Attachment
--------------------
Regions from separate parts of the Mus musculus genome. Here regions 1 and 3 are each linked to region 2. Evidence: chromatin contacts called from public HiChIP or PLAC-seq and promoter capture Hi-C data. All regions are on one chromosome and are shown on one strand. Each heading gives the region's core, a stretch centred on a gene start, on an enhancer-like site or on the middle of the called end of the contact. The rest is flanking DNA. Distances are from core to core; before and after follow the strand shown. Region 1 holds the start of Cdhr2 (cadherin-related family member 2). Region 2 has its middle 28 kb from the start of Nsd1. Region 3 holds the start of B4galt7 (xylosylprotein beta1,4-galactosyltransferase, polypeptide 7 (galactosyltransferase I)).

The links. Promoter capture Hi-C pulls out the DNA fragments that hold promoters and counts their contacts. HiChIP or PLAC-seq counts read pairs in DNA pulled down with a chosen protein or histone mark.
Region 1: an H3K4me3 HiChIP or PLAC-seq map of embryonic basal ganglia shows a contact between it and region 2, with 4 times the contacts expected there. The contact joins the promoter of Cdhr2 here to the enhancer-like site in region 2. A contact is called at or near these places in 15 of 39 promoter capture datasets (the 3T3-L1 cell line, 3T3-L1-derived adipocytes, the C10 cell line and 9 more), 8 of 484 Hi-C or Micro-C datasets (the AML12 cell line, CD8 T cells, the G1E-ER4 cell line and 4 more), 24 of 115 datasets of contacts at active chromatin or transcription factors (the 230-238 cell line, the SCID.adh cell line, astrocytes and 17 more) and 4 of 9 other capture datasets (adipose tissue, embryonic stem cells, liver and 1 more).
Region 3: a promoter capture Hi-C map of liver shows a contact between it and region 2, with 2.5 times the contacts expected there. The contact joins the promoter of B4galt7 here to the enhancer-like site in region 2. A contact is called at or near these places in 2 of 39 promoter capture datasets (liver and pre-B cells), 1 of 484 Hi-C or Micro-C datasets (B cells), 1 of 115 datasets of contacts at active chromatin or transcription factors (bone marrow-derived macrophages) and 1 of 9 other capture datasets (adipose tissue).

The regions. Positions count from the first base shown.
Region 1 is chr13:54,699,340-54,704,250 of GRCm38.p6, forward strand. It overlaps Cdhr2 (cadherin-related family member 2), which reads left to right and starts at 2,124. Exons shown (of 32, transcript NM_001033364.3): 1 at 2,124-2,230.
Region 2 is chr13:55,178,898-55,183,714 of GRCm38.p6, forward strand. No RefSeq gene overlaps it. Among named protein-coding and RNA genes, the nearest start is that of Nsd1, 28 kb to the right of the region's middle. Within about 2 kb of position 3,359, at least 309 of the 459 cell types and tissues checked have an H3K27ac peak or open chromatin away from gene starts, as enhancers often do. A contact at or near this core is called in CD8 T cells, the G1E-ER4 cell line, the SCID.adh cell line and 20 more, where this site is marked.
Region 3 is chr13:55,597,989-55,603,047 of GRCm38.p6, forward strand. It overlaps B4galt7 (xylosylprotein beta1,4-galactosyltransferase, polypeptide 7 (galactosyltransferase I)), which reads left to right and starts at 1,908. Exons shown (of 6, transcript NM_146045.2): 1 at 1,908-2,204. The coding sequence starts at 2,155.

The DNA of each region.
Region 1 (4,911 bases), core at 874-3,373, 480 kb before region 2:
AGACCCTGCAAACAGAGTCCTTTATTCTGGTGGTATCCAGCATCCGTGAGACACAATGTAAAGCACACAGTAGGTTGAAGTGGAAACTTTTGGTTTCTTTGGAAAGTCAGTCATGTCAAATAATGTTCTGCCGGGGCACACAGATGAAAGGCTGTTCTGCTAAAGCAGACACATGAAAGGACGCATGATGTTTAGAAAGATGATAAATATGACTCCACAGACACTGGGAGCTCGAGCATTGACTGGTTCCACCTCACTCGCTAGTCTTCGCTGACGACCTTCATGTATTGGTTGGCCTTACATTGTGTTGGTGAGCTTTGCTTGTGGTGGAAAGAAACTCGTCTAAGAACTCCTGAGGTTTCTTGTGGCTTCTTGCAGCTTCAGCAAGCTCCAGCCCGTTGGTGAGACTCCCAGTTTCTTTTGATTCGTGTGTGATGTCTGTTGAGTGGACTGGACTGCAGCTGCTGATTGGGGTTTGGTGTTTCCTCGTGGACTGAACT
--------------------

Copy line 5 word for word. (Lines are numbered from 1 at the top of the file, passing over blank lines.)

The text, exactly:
The regions. Positions count from the first base shown.